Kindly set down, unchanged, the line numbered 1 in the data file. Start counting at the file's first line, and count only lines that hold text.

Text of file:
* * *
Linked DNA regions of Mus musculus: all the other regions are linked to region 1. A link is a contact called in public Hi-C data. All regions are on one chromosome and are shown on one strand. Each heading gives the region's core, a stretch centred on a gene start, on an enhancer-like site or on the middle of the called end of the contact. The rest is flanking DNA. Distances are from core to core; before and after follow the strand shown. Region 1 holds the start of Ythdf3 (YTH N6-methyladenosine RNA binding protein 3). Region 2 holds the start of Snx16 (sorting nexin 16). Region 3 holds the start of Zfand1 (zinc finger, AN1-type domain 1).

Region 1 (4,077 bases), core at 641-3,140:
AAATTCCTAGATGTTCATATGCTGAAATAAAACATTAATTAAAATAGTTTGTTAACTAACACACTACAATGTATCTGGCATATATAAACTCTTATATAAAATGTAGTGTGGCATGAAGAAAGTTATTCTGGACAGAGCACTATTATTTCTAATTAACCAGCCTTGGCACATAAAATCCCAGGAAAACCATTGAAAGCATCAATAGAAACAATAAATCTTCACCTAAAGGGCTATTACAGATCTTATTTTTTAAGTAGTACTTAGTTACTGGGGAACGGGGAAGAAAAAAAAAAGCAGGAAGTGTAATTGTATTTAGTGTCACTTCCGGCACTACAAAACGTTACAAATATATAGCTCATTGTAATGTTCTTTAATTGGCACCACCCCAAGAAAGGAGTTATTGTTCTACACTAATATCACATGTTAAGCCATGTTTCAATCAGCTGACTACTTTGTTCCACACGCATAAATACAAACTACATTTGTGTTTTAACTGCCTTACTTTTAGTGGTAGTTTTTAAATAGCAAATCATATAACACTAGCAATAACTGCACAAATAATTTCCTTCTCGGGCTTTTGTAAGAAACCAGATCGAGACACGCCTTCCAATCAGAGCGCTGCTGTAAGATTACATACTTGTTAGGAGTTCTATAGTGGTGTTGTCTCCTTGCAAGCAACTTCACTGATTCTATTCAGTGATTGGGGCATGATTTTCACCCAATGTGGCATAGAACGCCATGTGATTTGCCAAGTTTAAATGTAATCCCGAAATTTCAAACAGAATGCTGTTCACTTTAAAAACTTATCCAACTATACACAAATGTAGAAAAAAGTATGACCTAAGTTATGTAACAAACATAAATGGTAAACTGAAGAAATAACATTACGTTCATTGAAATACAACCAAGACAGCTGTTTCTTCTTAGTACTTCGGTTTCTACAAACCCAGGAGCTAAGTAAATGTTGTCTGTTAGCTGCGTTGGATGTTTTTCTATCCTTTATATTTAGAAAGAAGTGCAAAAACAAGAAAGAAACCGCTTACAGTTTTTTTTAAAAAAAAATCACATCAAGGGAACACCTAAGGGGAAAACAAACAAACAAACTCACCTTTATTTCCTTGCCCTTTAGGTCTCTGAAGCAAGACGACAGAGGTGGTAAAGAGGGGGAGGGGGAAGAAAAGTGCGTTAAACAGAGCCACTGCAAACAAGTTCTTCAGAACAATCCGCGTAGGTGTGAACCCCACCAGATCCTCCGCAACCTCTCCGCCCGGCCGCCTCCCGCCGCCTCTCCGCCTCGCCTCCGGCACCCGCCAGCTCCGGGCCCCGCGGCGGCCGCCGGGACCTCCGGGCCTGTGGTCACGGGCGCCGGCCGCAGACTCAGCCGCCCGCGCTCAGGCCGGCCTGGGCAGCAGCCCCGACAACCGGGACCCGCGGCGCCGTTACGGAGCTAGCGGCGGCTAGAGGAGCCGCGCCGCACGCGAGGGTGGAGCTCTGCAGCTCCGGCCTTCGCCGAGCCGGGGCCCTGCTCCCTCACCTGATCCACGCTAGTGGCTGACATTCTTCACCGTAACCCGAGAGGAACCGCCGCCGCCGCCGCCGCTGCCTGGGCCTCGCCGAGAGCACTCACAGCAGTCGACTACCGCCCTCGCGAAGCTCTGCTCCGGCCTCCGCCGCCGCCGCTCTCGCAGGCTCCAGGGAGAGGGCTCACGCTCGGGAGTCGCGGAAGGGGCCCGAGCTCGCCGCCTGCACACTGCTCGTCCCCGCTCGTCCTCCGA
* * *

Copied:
Linked DNA regions of Mus musculus: all the other regions are linked to region 1. A link is a contact called in public Hi-C data. All regions are on one chromosome and are shown on one strand. Each heading gives the region's core, a stretch centred on a gene start, on an enhancer-like site or on the middle of the called end of the contact. The rest is flanking DNA. Distances are from core to core; before and after follow the strand shown. Region 1 holds the start of Ythdf3 (YTH N6-methyladenosine RNA binding protein 3). Region 2 holds the start of Snx16 (sorting nexin 16). Region 3 holds the start of Zfand1 (zinc finger, AN1-type domain 1).